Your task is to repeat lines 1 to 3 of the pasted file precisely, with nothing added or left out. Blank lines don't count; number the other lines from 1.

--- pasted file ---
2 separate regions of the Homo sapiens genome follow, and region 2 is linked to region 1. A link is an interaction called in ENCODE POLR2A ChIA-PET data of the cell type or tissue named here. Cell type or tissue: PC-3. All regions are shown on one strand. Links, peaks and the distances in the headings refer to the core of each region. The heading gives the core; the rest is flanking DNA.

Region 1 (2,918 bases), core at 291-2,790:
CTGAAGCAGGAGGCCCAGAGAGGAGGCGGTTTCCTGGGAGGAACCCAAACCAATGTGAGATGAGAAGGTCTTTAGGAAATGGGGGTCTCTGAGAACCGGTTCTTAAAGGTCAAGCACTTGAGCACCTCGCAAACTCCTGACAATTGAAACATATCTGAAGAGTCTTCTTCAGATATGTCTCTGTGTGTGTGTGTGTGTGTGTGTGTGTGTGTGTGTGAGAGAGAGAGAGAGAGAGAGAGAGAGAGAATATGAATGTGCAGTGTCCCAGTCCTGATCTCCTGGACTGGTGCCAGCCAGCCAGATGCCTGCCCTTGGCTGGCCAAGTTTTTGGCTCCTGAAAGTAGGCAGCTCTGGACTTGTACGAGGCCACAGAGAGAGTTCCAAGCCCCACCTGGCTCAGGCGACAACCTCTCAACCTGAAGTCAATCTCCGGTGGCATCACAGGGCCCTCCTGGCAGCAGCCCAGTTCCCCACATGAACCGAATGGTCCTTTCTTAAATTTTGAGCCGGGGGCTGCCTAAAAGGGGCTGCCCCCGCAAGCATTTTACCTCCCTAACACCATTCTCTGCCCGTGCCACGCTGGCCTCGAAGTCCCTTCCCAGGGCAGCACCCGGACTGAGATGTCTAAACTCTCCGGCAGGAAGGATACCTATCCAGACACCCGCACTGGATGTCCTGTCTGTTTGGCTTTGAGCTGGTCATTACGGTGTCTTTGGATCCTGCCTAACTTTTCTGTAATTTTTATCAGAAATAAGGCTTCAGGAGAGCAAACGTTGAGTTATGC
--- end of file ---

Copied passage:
2 separate regions of the Homo sapiens genome follow, and region 2 is linked to region 1. A link is an interaction called in ENCODE POLR2A ChIA-PET data of the cell type or tissue named here. Cell type or tissue: PC-3. All regions are shown on one strand. Links, peaks and the distances in the headings refer to the core of each region. The heading gives the core; the rest is flanking DNA.

Region 1 (2,918 bases), core at 291-2,790:
CTGAAGCAGGAGGCCCAGAGAGGAGGCGGTTTCCTGGGAGGAACCCAAACCAATGTGAGATGAGAAGGTCTTTAGGAAATGGGGGTCTCTGAGAACCGGTTCTTAAAGGTCAAGCACTTGAGCACCTCGCAAACTCCTGACAATTGAAACATATCTGAAGAGTCTTCTTCAGATATGTCTCTGTGTGTGTGTGTGTGTGTGTGTGTGTGTGTGTGTGAGAGAGAGAGAGAGAGAGAGAGAGAGAGAATATGAATGTGCAGTGTCCCAGTCCTGATCTCCTGGACTGGTGCCAGCCAGCCAGATGCCTGCCCTTGGCTGGCCAAGTTTTTGGCTCCTGAAAGTAGGCAGCTCTGGACTTGTACGAGGCCACAGAGAGAGTTCCAAGCCCCACCTGGCTCAGGCGACAACCTCTCAACCTGAAGTCAATCTCCGGTGGCATCACAGGGCCCTCCTGGCAGCAGCCCAGTTCCCCACATGAACCGAATGGTCCTTTCTTAAATTTTGAGCCGGGGGCTGCCTAAAAGGGGCTGCCCCCGCAAGCATTTTACCTCCCTAACACCATTCTCTGCCCGTGCCACGCTGGCCTCGAAGTCCCTTCCCAGGGCAGCACCCGGACTGAGATGTCTAAACTCTCCGGCAGGAAGGATACCTATCCAGACACCCGCACTGGATGTCCTGTCTGTTTGGCTTTGAGCTGGTCATTACGGTGTCTTTGGATCCTGCCTAACTTTTCTGTAATTTTTATCAGAAATAAGGCTTCAGGAGAGCAAACGTTGAGTTATGC